to General Schenck.
Washington, September 2, 1873.
Sir: I have to acknowledge the receipt of your No. 472, of the 12th ultimo, accompanied by a copy of the correspondence between yourself and Lord Granville relating to the deportation of criminals and paupers from Great Britain to the United States, and especially to the cases of one Bryan Fitzgerald and the woman Courtney.
The replies of the British authorities are not satisfactory. Lord Granville’s note of the 15th March, 1872, does not state that the convicts had completed their term of service, only that they were “discharged,” which may have been for the purpose and on condition of their being sent to America.
It appears that Fitzgerald was accompanied on board the steamer from the prison by an officer thereof, and that the woman Courtney was not released until it was known that she would go to the United States, and the authorities interceded to obtain aid for her pauper daughter, then an inmate of the work-house, to accompany her, and the local board of Dublin avow their habit of aiding such persons to migrate to America. * * * *[Page 487]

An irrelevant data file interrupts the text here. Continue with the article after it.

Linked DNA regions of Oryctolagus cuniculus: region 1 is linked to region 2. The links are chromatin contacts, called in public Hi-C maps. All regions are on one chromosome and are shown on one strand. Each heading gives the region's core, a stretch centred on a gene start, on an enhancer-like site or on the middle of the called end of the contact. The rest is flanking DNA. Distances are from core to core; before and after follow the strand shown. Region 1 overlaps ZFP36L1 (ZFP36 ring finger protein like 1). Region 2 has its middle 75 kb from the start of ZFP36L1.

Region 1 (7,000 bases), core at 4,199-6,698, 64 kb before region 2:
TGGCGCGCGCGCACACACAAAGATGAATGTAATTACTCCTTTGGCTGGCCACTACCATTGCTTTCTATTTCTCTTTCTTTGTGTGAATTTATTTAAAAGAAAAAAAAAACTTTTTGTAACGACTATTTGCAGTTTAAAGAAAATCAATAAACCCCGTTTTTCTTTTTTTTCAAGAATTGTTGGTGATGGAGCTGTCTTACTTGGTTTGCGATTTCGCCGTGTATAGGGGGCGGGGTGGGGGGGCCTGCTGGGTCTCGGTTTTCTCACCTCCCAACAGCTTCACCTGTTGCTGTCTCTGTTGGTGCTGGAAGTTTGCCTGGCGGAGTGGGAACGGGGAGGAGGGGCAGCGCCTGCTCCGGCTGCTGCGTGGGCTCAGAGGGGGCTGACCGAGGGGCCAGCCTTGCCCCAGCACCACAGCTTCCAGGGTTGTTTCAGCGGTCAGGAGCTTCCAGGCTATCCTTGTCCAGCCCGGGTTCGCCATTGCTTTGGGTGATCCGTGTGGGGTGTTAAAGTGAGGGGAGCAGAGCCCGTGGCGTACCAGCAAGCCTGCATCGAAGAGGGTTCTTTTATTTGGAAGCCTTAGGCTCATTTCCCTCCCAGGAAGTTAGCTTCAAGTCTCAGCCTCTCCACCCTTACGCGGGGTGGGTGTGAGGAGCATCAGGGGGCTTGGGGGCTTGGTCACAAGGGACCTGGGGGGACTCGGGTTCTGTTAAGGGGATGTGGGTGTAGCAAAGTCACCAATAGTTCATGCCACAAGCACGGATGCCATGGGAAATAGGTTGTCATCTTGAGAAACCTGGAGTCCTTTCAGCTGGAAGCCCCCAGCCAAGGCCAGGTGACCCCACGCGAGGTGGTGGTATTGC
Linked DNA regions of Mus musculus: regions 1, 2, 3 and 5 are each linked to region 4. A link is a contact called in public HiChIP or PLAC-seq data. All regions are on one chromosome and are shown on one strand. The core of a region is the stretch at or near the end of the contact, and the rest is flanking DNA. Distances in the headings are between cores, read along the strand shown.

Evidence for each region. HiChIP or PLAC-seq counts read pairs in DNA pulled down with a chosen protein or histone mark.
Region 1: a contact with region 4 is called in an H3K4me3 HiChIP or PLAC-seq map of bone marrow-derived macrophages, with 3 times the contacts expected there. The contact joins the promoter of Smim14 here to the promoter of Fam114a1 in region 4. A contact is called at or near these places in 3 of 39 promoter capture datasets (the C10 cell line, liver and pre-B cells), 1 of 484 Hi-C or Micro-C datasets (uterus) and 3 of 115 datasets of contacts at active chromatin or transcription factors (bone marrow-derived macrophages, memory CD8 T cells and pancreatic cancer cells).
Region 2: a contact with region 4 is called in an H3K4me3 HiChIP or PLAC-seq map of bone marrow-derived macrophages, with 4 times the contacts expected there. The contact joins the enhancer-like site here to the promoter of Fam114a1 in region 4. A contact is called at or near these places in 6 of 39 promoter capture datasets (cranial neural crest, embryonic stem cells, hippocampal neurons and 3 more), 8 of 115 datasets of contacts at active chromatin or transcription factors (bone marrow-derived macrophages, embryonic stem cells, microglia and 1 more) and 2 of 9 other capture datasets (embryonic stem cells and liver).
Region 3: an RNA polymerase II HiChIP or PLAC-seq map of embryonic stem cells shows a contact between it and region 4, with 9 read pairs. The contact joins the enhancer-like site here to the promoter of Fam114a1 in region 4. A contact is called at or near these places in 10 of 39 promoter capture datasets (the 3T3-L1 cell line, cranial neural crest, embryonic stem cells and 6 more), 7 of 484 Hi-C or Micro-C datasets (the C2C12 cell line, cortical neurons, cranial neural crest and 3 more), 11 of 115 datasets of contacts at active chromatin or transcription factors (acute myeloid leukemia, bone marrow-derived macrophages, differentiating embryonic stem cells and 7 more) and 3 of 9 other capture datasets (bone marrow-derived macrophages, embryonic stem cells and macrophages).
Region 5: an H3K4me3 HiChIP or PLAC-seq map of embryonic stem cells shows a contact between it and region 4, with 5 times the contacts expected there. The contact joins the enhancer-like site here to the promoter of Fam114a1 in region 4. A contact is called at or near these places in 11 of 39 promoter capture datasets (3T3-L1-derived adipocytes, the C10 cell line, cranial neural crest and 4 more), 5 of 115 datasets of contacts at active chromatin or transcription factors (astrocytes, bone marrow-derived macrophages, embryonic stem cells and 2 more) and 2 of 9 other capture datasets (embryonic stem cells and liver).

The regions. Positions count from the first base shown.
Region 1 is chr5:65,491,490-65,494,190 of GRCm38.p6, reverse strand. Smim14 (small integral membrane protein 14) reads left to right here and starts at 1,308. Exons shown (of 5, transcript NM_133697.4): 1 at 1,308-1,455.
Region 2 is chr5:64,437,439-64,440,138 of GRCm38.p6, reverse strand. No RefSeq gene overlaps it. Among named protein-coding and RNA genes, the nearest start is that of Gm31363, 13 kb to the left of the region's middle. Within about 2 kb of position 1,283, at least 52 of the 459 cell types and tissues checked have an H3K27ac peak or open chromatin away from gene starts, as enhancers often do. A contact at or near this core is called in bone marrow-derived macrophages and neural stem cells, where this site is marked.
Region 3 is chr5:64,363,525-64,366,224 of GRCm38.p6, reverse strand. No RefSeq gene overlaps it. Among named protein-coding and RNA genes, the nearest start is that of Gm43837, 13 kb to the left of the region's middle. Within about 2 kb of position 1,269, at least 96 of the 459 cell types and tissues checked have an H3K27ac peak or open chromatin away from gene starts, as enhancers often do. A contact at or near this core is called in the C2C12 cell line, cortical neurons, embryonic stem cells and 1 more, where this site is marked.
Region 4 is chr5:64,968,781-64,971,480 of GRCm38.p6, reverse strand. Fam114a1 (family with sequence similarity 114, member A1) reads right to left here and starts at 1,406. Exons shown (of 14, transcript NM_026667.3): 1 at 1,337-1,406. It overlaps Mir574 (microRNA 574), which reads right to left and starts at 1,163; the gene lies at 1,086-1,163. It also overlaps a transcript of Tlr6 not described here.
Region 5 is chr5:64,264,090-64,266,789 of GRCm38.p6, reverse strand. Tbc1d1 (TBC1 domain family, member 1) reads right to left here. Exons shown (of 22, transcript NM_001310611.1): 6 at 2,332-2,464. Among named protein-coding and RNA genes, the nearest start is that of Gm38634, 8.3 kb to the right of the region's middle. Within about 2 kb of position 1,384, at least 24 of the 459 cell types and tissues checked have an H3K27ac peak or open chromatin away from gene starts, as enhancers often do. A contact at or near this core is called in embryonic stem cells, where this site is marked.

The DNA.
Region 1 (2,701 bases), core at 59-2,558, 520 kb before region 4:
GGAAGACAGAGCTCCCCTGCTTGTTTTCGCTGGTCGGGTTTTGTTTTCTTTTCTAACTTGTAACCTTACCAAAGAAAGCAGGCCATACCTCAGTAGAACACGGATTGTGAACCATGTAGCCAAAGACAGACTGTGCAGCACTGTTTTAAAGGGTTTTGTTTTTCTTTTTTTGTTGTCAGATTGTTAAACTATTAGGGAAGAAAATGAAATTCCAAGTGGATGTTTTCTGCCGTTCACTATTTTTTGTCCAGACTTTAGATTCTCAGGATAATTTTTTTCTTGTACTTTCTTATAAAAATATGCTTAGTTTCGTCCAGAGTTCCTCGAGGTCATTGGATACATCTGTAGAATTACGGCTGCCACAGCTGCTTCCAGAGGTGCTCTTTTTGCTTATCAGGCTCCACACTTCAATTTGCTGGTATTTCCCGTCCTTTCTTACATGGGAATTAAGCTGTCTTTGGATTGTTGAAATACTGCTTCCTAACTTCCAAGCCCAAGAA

The Department approves the action taken by you in the matter, and your watchful observance of the acts referred to is commended. You are requested to continue your remonstrance (in case of any recurrence) in decided and emphatic terms. The regulations of British convict-service or poor-houses cannot be allowed to justify a violation of friendly obligations toward other powers.
I am, &c.,